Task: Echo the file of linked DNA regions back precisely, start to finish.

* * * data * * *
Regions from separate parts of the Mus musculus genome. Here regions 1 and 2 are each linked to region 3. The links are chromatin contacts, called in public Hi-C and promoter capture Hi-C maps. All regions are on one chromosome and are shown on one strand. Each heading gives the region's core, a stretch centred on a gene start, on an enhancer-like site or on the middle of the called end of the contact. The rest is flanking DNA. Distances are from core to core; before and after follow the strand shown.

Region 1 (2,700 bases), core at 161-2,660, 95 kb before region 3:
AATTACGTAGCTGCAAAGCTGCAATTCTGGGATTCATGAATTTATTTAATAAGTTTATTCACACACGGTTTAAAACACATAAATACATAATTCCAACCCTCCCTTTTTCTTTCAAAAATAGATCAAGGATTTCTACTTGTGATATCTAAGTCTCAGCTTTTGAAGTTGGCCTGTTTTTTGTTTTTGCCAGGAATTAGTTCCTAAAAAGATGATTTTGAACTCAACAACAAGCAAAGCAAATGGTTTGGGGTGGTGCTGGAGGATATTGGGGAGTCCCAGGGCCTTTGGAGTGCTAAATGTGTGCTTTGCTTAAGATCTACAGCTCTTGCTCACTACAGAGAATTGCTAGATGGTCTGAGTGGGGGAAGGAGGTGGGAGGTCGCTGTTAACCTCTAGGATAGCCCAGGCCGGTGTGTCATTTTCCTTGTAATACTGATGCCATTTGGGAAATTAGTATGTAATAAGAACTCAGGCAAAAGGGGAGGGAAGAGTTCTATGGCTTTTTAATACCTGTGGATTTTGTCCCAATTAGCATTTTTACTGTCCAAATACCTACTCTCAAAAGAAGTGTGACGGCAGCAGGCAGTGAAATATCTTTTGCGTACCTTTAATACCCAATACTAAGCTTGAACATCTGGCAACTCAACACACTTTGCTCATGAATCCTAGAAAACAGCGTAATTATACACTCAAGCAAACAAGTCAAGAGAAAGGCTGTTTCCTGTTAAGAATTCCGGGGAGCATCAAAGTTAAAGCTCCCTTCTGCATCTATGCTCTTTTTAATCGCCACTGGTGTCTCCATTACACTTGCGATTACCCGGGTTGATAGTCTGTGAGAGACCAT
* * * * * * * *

Regions from separate parts of the Mus musculus genome. Here regions 1 and 2 are each linked to region 3. The links are chromatin contacts, called in public Hi-C and promoter capture Hi-C maps. All regions are on one chromosome and are shown on one strand. Each heading gives the region's core, a stretch centred on a gene start, on an enhancer-like site or on the middle of the called end of the contact. The rest is flanking DNA. Distances are from core to core; before and after follow the strand shown.

Region 1 (2,700 bases), core at 161-2,660, 95 kb before region 3:
AATTACGTAGCTGCAAAGCTGCAATTCTGGGATTCATGAATTTATTTAATAAGTTTATTCACACACGGTTTAAAACACATAAATACATAATTCCAACCCTCCCTTTTTCTTTCAAAAATAGATCAAGGATTTCTACTTGTGATATCTAAGTCTCAGCTTTTGAAGTTGGCCTGTTTTTTGTTTTTGCCAGGAATTAGTTCCTAAAAAGATGATTTTGAACTCAACAACAAGCAAAGCAAATGGTTTGGGGTGGTGCTGGAGGATATTGGGGAGTCCCAGGGCCTTTGGAGTGCTAAATGTGTGCTTTGCTTAAGATCTACAGCTCTTGCTCACTACAGAGAATTGCTAGATGGTCTGAGTGGGGGAAGGAGGTGGGAGGTCGCTGTTAACCTCTAGGATAGCCCAGGCCGGTGTGTCATTTTCCTTGTAATACTGATGCCATTTGGGAAATTAGTATGTAATAAGAACTCAGGCAAAAGGGGAGGGAAGAGTTCTATGGCTTTTTAATACCTGTGGATTTTGTCCCAATTAGCATTTTTACTGTCCAAATACCTACTCTCAAAAGAAGTGTGACGGCAGCAGGCAGTGAAATATCTTTTGCGTACCTTTAATACCCAATACTAAGCTTGAACATCTGGCAACTCAACACACTTTGCTCATGAATCCTAGAAAACAGCGTAATTATACACTCAAGCAAACAAGTCAAGAGAAAGGCTGTTTCCTGTTAAGAATTCCGGGGAGCATCAAAGTTAAAGCTCCCTTCTGCATCTATGCTCTTTTTAATCGCCACTGGTGTCTCCATTACACTTGCGATTACCCGGGTTGATAGTCTGTGAGAGACCAT